Beautiful Peace Arch ceremony marks 9/11 terror attacks (PHOTOS)

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Image: U.S. Consulate of Vancouver

First responders from the B.C. Lower Mainland and Washington State memorialized the victims of the terrorist attacks on September 11, 2001 in a beautiful ceremony held at the Peace Arch border crossing, between Surrey, B.C. and Blaine, Washington State.

From the north, the proceedings began with a memorial ride escorted by the Vancouver Police Motorcycle Drill Team beginning at River Rock Casino in Richmond. A similar procession happened in the south along Interstate 5 in Whatcom County.

At 9 a.m., a 45-minute memorial ceremony began at the border crossing’s park, right by the Peace Arch. Large Canadian and American flags were hoisted by erected fire truck ladders to visibly mark the occasion as vehicles crossed the border.

Emergency services personnel from both countries participated in the ceremony, including police, fire, ambulance, paramedic, ERT, border and customs staff. In addition, six honoured first responders were flown up from New York City to participate in the event.

A total of 2,977 people, excluding the terrorists, were killed in the attacks that began at 8:46 a.m. that fateful day. Among the fatalities were 26 Canadians. As well, over 6,000 people were also injured, with many still suffering from severe illnesses and conditions directly related to the attacks.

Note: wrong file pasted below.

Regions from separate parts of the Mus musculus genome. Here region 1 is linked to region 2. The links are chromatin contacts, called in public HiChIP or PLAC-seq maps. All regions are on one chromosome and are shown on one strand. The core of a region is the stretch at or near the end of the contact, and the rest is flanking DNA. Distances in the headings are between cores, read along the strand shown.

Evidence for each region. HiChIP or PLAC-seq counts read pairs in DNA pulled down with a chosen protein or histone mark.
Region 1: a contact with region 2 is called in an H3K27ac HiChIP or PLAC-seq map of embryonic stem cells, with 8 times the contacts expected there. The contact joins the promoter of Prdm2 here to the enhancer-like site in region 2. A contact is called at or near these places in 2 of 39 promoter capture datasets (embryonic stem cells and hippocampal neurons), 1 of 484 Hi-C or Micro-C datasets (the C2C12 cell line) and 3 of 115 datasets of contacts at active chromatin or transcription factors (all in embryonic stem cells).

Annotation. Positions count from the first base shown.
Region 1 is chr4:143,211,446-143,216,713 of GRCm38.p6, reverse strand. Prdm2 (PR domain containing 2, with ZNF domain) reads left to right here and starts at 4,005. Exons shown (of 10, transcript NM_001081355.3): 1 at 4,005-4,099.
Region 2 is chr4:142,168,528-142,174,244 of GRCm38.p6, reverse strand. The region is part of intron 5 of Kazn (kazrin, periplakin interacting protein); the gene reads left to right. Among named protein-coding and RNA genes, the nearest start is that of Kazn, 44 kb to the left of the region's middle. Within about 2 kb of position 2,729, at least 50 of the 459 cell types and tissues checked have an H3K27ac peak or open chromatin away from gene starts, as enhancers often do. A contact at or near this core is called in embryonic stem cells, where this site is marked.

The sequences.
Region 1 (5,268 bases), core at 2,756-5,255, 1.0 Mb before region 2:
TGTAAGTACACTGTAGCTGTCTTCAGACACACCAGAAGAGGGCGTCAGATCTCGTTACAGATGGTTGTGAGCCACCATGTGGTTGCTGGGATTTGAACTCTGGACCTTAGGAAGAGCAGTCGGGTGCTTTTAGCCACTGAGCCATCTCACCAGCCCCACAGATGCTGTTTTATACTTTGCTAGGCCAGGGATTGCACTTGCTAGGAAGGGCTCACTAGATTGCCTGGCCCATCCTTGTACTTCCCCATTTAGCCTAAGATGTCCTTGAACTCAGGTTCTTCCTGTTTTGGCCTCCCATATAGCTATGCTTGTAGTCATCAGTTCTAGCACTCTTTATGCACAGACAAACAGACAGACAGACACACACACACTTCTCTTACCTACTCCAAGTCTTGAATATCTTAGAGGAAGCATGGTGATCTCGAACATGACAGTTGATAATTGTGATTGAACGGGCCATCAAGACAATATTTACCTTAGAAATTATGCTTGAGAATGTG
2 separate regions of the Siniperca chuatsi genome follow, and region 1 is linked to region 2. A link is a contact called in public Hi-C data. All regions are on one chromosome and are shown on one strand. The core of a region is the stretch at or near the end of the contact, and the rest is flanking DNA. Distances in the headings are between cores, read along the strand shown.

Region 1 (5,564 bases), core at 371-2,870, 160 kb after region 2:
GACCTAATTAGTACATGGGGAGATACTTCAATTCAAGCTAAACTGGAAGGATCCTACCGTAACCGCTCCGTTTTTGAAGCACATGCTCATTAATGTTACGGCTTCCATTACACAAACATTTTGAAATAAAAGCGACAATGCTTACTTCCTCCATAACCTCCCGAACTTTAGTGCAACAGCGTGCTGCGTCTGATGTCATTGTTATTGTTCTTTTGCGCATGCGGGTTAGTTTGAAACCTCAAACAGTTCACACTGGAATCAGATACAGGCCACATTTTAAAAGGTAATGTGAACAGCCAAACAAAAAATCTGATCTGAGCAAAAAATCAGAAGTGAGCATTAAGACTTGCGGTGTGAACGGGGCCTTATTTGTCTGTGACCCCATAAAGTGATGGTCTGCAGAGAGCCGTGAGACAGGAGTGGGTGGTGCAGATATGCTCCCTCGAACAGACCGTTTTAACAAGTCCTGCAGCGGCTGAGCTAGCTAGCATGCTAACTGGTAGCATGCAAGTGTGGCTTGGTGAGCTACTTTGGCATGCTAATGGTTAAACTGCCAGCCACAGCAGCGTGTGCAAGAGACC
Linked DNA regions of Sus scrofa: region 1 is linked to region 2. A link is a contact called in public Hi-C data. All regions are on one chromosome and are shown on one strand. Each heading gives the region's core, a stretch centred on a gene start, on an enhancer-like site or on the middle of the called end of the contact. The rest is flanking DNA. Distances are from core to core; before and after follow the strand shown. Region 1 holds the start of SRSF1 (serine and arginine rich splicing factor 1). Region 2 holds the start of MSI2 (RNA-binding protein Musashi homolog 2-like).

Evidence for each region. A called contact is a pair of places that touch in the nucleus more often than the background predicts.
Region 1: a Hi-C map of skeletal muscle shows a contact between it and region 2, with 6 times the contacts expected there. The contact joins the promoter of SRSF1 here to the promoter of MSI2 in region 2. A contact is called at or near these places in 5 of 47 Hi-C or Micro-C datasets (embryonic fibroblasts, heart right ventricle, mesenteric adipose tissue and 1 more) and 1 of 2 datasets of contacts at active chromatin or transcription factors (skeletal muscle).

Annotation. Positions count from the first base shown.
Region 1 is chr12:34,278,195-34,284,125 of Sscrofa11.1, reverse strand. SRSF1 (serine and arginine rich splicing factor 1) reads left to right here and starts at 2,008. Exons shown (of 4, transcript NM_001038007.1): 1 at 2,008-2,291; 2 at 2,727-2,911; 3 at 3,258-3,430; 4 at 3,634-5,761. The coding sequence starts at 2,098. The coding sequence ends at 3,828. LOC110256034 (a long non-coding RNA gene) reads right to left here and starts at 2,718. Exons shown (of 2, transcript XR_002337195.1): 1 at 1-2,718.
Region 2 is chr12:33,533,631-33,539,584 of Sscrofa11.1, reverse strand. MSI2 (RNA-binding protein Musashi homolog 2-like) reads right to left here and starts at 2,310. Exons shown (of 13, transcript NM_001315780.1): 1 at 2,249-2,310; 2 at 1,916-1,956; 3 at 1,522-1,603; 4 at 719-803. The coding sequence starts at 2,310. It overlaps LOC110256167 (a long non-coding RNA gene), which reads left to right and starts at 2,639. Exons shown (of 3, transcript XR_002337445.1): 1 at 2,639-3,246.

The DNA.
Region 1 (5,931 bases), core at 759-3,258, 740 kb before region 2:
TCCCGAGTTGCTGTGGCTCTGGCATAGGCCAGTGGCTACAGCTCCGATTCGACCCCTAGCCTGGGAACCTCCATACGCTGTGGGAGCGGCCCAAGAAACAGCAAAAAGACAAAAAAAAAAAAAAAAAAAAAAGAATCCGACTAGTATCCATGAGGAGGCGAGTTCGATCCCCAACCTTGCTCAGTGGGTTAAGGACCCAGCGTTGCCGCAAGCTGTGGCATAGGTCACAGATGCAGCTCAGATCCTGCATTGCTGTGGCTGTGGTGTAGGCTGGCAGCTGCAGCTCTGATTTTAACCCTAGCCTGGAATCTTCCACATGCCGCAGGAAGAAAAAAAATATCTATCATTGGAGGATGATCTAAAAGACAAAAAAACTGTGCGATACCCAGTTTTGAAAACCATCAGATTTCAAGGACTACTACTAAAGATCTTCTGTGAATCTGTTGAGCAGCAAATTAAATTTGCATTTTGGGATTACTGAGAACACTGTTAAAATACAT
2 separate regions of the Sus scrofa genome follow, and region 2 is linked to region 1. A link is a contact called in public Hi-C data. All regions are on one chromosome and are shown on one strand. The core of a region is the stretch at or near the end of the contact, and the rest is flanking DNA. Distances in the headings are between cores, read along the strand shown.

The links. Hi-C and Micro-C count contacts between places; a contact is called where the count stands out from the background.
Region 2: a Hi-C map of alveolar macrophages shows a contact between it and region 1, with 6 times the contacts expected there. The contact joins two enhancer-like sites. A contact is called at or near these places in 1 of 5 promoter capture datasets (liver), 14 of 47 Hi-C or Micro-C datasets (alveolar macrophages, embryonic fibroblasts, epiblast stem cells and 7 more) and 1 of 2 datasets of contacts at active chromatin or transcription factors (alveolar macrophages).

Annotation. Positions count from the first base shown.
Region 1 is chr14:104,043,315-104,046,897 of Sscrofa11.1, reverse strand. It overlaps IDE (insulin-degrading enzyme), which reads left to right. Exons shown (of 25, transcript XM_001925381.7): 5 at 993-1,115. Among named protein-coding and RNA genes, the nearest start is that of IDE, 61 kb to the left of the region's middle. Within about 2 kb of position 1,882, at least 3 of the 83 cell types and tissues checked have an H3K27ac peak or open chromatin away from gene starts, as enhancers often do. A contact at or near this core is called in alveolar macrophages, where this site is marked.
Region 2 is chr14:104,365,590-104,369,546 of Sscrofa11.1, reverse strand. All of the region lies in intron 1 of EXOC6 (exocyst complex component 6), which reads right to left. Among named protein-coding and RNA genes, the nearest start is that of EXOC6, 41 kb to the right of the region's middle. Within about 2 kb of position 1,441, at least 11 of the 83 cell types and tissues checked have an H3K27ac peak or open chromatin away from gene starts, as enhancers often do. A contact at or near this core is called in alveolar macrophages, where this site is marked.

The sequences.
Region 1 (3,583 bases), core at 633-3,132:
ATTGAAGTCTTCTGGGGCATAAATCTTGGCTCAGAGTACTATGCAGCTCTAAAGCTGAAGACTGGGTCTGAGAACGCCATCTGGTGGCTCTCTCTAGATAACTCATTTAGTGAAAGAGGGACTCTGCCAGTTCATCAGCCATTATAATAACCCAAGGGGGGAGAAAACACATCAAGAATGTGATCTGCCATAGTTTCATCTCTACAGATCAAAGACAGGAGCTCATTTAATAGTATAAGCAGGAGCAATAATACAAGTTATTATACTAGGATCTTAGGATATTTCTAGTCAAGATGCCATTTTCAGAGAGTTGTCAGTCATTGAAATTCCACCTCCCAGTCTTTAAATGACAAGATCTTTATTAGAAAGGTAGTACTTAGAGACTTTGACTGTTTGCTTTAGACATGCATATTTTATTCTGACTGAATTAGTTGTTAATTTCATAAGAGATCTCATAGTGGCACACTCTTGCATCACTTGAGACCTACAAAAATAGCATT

In the hours that followed, approximately 239 U.S. flights carrying 33,000 passengers were diverted to 17 Canadian airports after a joint decision was made to ground all air traffic over Canadian and American airspace.

This includes 34 U.S. flights with 8,500 passengers at Vancouver International Airport, 38 U.S. flights with over 6,000 passengers at Gander International Airport in Newfoundland, and 40 U.S. flights with 7,300 passengers at Halifax International Airport. A Korean Air Boeing 747 was even forced to land at the airstrip in Whitehorse, Yukon.

Dubbed “Operation Yellow Ribbon,” tens of thousands of stranded passengers and flight crews were housed and fed at Canadian airports, gymnasiums, community centres, hotels and even the homes of citizens.

In Vancouver, which was the emergency landing site for almost all U.S. flights over the Pacific, there was a massive outreach from both the public and corporate community to assist those who were stranded at YVR Airport.

 

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